Too little but not too late

By mborum

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POZNAN, POLAND - As government Ministers arrive today at climate change talks in Poznan, international agency Oxfam called on them to kick start stalled negotiations to secure a deal by Copenhagen in 2009.

?The UN negotiations towards emissions reductions beyond 2012 have proceeded at a glacial pace,? said Phil Bloomer, senior executive with Oxfam. ?Poznan was meant to be a staging post on the way to an ambitious deal that would be achieved in Copenhagen, but instead, it is like a polluting truck stalled in the truck stop.?

Far from the rapid progress that was needed after last year?s conference in Bali, little has been achieved. On the big issues—a vision for the future, targets, financing, clean technology—the negotiating text has not progressed.

?This is collective complacency on a major scale?, said Bloomer. ?But it is not too late for Ministers to make crucial decisions that would move the negotiations forward.?

Ministers have been asked by the Secretary General Yvo de Boer to address six questions at a round table on Thursday. The right answers to those questions—answers based on science and reflecting equity—would move the negotiations forward. It is not too late to salvage an outcome from Poznan. Oxfam?s suggested answers are included here.

Oxfam called for urgent action especially on the issue of adaptation—helping developing countries protect themselves from climate impacts and adapt to them. The elements are almost agreed to—starting up the Adaptation Fund, finalising a work programme, and, the crucial element, ensuring enough funding to meet the urgent needs. Negotiators are stuck on this last issue, but without it, there is little that can be done to save lives and prevent suffering.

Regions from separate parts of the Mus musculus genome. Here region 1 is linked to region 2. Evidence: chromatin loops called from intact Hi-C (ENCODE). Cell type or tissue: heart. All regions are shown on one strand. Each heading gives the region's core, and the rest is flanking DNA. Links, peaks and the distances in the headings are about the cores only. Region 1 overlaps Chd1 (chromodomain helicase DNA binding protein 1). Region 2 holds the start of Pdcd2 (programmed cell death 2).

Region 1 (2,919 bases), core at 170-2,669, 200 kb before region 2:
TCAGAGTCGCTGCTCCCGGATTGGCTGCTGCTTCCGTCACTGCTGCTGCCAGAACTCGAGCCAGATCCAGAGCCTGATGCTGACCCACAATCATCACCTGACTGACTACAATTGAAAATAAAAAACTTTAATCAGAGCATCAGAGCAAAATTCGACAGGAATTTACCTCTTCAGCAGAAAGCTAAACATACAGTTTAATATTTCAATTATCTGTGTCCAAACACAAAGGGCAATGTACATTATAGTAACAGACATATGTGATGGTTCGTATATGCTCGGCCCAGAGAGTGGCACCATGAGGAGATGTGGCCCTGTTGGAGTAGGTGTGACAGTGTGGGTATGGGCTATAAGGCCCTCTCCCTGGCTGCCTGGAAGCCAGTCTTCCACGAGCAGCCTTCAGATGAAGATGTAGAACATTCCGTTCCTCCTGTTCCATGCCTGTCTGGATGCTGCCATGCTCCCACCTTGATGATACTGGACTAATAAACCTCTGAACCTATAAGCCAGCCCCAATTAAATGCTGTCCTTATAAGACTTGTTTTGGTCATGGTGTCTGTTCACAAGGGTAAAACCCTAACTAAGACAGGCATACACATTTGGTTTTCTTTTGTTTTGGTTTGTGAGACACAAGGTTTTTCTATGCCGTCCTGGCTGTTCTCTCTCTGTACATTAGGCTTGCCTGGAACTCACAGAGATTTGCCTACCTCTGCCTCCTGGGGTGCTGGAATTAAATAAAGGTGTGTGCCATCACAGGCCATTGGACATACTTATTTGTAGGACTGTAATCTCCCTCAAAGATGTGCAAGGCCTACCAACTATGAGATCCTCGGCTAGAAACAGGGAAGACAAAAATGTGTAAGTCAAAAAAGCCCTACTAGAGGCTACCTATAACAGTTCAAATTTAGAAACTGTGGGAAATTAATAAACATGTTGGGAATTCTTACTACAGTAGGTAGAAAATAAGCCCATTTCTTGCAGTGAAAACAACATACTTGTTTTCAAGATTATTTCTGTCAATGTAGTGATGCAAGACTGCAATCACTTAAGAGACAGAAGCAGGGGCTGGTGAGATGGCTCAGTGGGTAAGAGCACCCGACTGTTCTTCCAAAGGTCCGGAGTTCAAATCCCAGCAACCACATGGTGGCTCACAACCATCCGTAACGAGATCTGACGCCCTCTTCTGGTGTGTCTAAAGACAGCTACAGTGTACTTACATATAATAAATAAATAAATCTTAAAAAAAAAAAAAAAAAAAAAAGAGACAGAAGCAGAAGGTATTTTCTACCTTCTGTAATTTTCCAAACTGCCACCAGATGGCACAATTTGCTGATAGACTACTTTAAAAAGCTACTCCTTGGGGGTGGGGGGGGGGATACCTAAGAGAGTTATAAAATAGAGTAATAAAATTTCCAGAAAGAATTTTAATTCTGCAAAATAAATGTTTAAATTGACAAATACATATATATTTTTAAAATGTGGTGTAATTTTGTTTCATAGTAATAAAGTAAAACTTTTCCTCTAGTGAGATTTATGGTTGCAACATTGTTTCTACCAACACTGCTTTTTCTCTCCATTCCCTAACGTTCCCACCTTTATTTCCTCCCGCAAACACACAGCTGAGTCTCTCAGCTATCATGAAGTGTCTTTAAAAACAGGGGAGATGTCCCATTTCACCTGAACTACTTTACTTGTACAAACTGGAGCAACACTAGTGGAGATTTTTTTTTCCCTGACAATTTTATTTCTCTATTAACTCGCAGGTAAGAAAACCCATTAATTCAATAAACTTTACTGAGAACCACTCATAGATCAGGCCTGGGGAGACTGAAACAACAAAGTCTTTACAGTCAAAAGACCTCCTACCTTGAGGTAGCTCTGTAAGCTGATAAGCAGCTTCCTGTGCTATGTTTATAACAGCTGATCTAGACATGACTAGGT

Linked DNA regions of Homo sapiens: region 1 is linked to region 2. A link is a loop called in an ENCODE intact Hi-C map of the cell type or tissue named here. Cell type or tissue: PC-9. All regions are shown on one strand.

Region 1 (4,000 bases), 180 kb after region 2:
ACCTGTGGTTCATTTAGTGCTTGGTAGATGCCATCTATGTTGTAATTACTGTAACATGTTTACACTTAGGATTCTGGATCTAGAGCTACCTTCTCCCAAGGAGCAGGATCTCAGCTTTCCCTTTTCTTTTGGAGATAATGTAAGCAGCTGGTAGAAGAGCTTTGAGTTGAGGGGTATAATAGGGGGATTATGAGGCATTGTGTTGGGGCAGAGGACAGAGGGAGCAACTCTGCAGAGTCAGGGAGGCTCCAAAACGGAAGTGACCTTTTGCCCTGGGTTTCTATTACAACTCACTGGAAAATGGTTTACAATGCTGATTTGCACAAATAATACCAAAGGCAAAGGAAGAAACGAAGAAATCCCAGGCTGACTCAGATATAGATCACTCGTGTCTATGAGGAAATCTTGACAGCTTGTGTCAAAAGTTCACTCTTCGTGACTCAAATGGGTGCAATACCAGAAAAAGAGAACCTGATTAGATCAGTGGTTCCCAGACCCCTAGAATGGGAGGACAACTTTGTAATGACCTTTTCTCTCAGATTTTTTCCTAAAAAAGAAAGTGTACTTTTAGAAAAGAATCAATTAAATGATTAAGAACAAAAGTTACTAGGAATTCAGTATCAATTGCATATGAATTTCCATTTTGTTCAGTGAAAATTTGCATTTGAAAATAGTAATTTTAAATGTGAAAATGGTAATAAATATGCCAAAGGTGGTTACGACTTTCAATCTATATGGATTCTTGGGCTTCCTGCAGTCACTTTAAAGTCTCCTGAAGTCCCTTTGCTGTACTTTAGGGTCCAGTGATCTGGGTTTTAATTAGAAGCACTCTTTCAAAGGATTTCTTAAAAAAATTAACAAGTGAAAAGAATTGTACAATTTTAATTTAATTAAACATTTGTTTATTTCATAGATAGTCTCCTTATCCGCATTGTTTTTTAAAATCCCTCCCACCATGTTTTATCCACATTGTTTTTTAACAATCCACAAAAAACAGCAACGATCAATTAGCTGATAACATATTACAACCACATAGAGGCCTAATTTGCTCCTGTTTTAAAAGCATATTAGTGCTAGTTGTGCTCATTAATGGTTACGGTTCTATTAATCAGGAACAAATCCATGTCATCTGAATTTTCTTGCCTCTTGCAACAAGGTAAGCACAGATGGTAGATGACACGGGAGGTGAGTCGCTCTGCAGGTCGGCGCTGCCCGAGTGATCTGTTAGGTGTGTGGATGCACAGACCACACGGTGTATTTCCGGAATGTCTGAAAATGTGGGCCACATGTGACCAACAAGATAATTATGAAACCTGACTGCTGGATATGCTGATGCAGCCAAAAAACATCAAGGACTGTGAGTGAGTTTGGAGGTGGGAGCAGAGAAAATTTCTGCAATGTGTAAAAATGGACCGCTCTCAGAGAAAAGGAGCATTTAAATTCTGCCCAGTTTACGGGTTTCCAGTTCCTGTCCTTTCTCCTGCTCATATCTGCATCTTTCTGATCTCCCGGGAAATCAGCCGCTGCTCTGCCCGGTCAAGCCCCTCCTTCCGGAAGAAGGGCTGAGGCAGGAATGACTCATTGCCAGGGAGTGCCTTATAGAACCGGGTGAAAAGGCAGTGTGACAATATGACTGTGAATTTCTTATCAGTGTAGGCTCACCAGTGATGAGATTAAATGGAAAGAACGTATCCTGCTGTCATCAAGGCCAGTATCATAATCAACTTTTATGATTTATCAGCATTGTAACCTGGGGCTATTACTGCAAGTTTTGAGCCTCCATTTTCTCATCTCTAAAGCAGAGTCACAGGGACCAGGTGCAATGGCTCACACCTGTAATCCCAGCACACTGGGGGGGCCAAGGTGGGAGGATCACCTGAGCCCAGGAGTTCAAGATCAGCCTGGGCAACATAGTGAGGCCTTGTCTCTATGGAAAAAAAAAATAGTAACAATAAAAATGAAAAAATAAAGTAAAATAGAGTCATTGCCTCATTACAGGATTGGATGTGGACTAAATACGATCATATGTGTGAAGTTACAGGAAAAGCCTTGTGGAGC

?Ministers could leave Poznan with an agreement on adaptation, an issue that is crucial to millions of people suffering from climate change impacts,? said Bloomer. ?But sensible proposals on funding adaptation have so far been rejected by negotiators from the EU and most other rich countries. This is unacceptable. Instead of ducking the finance issue, Ministers arriving in Poznan must reach a decision to fund adaptation in developing countries to take effect as soon as the ink is dry in Copenhagen.?

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